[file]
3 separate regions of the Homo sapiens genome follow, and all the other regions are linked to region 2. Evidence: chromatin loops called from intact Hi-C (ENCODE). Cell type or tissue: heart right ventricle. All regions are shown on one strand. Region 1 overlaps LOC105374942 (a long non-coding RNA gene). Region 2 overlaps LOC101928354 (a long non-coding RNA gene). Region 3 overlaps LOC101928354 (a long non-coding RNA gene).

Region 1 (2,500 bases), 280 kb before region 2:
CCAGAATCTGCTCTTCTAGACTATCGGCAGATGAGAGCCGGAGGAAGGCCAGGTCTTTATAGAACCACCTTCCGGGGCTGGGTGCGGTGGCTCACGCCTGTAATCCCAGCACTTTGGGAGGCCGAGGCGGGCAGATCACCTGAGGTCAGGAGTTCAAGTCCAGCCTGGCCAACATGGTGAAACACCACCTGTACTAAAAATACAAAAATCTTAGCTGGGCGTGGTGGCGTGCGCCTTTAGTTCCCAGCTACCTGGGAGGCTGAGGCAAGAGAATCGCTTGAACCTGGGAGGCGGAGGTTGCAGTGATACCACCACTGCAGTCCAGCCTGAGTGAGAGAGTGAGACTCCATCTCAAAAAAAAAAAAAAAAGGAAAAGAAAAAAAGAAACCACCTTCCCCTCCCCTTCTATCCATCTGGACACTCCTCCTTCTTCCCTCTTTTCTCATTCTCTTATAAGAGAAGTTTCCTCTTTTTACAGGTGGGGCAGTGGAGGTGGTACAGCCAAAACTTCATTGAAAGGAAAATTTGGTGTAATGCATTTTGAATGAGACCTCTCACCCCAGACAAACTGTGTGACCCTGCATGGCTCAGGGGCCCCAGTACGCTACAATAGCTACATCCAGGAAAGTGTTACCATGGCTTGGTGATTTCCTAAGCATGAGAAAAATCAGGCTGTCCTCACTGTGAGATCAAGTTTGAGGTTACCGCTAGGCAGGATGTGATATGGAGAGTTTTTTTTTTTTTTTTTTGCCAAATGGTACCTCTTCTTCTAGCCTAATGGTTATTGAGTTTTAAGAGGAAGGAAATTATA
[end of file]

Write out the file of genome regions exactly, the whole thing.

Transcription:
3 separate regions of the Homo sapiens genome follow, and all the other regions are linked to region 2. Evidence: chromatin loops called from intact Hi-C (ENCODE). Cell type or tissue: heart right ventricle. All regions are shown on one strand. Region 1 overlaps LOC105374942 (a long non-coding RNA gene). Region 2 overlaps LOC101928354 (a long non-coding RNA gene). Region 3 overlaps LOC101928354 (a long non-coding RNA gene).

Region 1 (2,500 bases), 280 kb before region 2:
CCAGAATCTGCTCTTCTAGACTATCGGCAGATGAGAGCCGGAGGAAGGCCAGGTCTTTATAGAACCACCTTCCGGGGCTGGGTGCGGTGGCTCACGCCTGTAATCCCAGCACTTTGGGAGGCCGAGGCGGGCAGATCACCTGAGGTCAGGAGTTCAAGTCCAGCCTGGCCAACATGGTGAAACACCACCTGTACTAAAAATACAAAAATCTTAGCTGGGCGTGGTGGCGTGCGCCTTTAGTTCCCAGCTACCTGGGAGGCTGAGGCAAGAGAATCGCTTGAACCTGGGAGGCGGAGGTTGCAGTGATACCACCACTGCAGTCCAGCCTGAGTGAGAGAGTGAGACTCCATCTCAAAAAAAAAAAAAAAAGGAAAAGAAAAAAAGAAACCACCTTCCCCTCCCCTTCTATCCATCTGGACACTCCTCCTTCTTCCCTCTTTTCTCATTCTCTTATAAGAGAAGTTTCCTCTTTTTACAGGTGGGGCAGTGGAGGTGGTACAGCCAAAACTTCATTGAAAGGAAAATTTGGTGTAATGCATTTTGAATGAGACCTCTCACCCCAGACAAACTGTGTGACCCTGCATGGCTCAGGGGCCCCAGTACGCTACAATAGCTACATCCAGGAAAGTGTTACCATGGCTTGGTGATTTCCTAAGCATGAGAAAAATCAGGCTGTCCTCACTGTGAGATCAAGTTTGAGGTTACCGCTAGGCAGGATGTGATATGGAGAGTTTTTTTTTTTTTTTTTTGCCAAATGGTACCTCTTCTTCTAGCCTAATGGTTATTGAGTTTTAAGAGGAAGGAAATTATA